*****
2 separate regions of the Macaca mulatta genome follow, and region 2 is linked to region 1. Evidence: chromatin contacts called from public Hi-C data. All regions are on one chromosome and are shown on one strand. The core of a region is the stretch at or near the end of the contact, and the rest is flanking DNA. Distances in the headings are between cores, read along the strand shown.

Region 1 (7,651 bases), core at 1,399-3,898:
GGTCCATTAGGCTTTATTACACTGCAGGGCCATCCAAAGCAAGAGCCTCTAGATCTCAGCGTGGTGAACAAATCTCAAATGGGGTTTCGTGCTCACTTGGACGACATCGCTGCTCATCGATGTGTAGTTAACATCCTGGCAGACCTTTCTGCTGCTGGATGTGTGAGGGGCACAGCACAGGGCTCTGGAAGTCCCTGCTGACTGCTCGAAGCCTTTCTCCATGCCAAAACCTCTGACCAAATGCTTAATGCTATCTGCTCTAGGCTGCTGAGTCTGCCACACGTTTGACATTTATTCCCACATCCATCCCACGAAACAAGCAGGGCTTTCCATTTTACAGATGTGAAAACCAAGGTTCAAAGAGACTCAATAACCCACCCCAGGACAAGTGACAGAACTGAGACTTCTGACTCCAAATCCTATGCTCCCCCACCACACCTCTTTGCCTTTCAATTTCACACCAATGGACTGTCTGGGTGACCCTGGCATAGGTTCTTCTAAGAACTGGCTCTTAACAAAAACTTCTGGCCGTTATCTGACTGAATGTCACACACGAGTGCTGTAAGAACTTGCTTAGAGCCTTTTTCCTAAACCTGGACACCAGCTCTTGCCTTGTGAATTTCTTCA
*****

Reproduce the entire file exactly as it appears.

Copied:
2 separate regions of the Macaca mulatta genome follow, and region 2 is linked to region 1. Evidence: chromatin contacts called from public Hi-C data. All regions are on one chromosome and are shown on one strand. The core of a region is the stretch at or near the end of the contact, and the rest is flanking DNA. Distances in the headings are between cores, read along the strand shown.

Region 1 (7,651 bases), core at 1,399-3,898:
GGTCCATTAGGCTTTATTACACTGCAGGGCCATCCAAAGCAAGAGCCTCTAGATCTCAGCGTGGTGAACAAATCTCAAATGGGGTTTCGTGCTCACTTGGACGACATCGCTGCTCATCGATGTGTAGTTAACATCCTGGCAGACCTTTCTGCTGCTGGATGTGTGAGGGGCACAGCACAGGGCTCTGGAAGTCCCTGCTGACTGCTCGAAGCCTTTCTCCATGCCAAAACCTCTGACCAAATGCTTAATGCTATCTGCTCTAGGCTGCTGAGTCTGCCACACGTTTGACATTTATTCCCACATCCATCCCACGAAACAAGCAGGGCTTTCCATTTTACAGATGTGAAAACCAAGGTTCAAAGAGACTCAATAACCCACCCCAGGACAAGTGACAGAACTGAGACTTCTGACTCCAAATCCTATGCTCCCCCACCACACCTCTTTGCCTTTCAATTTCACACCAATGGACTGTCTGGGTGACCCTGGCATAGGTTCTTCTAAGAACTGGCTCTTAACAAAAACTTCTGGCCGTTATCTGACTGAATGTCACACACGAGTGCTGTAAGAACTTGCTTAGAGCCTTTTTCCTAAACCTGGACACCAGCTCTTGCCTTGTGAATTTCTTCA